Three Philippine presidentiables are hoping to get the support of Filipino voters in Canada by seeking advice from a Filipino-Canadian senator.
This was revealed by Senator Tobias Enverga, the first Filipino-Canadian appointed to the Canadian Senate, in a media interview while visiting the Philippines.
Enverga was at the official residence of the Canadian ambassador in Manila on the occasion of the presentation of beneficiaries to Canada’s Typhoon Haiyan Relief Fund.
“They want some assistance or information,” said Enverga when asked what the presidential candidates wanted from him. “They want some sort of endorsement or some advice on how to deal with our kababayans there.”
“I told them I cannot be involved in politics in the Philippines,” he added. “I’m not even endorsing my cousin who is running for congressman in Quezon (Mark Enverga). I don’t want to endorse anybody because we are foreigners technically.”
Sen. Enverga said the last time he was approached by one of the candidates was in May last year while visiting the country.
“I can’t give the names because it’s private and confidential discussion,” he said. “When I’m here I don’t announce anything. Nobody knows except today. I just go around places at a very low profile. I’m here to help some projects in communities. I was in Baguio, Bataan, Quezon, Laguna.”
According to Enverga, Filipinos in Canada have already shown interest in the forthcoming presidential elections in the Philippines.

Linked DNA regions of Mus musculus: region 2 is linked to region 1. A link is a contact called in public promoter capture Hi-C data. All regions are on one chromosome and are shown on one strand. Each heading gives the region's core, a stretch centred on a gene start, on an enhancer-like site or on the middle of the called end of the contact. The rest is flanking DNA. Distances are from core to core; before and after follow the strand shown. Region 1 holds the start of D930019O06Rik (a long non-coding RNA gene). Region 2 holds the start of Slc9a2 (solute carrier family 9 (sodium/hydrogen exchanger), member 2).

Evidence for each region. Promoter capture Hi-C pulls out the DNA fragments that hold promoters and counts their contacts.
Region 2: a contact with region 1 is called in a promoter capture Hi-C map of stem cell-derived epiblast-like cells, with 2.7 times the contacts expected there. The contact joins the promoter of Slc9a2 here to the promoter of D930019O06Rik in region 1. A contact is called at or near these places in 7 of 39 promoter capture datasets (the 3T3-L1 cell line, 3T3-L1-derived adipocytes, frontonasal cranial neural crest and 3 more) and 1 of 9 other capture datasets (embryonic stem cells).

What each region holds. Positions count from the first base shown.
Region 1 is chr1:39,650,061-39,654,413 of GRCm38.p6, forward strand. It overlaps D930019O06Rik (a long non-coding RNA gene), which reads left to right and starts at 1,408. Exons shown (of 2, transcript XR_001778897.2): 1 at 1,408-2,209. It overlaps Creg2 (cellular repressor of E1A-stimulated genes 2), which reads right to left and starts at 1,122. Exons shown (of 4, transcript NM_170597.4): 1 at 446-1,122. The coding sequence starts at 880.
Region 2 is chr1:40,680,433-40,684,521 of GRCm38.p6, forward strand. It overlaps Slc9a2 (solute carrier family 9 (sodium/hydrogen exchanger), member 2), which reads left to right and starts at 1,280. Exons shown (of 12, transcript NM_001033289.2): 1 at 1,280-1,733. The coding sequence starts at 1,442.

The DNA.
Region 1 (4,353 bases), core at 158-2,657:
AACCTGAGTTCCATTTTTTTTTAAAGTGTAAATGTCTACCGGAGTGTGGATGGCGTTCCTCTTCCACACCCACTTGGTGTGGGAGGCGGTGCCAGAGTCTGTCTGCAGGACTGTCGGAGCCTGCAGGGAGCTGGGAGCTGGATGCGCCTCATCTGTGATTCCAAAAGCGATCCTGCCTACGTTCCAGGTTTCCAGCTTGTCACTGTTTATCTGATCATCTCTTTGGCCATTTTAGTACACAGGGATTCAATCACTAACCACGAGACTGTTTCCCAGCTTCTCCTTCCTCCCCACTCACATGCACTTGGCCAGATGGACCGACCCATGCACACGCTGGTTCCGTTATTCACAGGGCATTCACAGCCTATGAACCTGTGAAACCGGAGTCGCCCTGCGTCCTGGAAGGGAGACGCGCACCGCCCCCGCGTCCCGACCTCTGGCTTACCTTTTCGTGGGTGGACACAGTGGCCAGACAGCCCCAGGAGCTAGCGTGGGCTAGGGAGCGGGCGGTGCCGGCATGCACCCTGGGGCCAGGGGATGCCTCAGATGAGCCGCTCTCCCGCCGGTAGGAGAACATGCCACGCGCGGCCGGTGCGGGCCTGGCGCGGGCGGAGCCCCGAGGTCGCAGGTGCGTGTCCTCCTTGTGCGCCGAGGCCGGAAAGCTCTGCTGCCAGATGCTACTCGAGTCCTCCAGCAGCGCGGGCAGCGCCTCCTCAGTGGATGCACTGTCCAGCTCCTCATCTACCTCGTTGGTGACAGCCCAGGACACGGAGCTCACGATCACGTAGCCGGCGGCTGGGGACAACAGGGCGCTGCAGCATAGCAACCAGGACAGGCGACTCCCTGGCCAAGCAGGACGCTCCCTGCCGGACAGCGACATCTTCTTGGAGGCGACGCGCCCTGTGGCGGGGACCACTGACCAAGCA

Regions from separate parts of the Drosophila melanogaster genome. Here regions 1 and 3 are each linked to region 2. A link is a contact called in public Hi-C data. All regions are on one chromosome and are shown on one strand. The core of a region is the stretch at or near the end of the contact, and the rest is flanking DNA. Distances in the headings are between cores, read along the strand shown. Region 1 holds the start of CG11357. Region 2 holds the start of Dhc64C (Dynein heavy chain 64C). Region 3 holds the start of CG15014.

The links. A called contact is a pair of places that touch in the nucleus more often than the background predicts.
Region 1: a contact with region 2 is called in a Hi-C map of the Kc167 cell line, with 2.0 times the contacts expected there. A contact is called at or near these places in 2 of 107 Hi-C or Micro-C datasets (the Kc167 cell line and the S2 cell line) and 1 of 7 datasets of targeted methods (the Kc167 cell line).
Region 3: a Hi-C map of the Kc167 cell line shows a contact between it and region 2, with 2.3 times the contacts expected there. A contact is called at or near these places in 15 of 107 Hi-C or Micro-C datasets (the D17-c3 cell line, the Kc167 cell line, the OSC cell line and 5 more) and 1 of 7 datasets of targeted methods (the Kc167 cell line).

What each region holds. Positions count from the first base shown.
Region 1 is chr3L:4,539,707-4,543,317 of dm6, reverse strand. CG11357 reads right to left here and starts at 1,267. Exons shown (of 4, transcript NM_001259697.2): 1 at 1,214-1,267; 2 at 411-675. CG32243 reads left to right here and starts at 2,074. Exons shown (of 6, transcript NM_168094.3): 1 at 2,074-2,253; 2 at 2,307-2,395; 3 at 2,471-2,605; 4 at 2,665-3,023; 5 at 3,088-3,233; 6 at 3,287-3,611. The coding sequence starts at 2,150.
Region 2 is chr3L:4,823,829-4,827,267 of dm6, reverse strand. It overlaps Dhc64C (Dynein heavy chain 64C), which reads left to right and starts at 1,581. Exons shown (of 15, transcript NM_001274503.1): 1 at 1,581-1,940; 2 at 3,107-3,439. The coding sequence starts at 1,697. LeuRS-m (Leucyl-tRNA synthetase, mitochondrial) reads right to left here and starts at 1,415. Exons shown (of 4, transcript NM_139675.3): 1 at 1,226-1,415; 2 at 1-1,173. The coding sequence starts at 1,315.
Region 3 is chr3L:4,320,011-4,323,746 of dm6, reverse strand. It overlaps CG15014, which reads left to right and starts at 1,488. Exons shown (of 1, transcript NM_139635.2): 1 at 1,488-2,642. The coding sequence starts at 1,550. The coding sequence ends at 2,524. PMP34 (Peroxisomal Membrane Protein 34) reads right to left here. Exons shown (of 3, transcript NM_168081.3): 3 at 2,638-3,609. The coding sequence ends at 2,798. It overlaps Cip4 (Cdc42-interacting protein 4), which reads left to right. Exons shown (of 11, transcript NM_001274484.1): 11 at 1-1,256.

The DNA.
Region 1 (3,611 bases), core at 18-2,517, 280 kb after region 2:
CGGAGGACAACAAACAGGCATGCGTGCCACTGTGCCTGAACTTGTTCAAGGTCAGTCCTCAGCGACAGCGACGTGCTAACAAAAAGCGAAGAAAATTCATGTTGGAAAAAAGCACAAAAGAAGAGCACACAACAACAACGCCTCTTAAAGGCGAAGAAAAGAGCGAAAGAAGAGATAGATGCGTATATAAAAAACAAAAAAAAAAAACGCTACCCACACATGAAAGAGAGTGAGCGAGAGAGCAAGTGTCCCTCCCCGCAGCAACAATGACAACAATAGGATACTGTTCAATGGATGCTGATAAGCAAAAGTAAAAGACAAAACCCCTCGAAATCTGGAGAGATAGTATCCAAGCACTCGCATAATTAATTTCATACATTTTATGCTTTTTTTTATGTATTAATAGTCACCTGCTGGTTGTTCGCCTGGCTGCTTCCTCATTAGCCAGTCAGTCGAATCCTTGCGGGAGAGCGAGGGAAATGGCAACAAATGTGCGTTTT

There are 5,000 to 25,000 Filipino Canadian voters in Canada.
According to government records, about 70,000 overseas absentee voters are registered in the Americas, and in the 2013 senatorial elections, 20,000 of them voted.
Now numbering about 800,000, Filipinos are the fastest growing migrant group in Canada.
While the more than a million overseas absentee voters is a small fraction of the 50 million total Filipino voters, Enverga believes Filipinos overseas influence the votes of their relatives in the Philippines, especially because of their significant remittances.
Last year, the amount of remittances from Canada to the Philippines was at $2 billion, or about 10 percent of the total, Ambassador Reeder said.
As of September 2015, Comelec puts the number of registered OAV voters at 1,103,809, led by Middle East and North Africa with 475,729 voters, followed by Asia Pacific with 278,060, then North and Latin America with 223,661, and Europe with 127,359.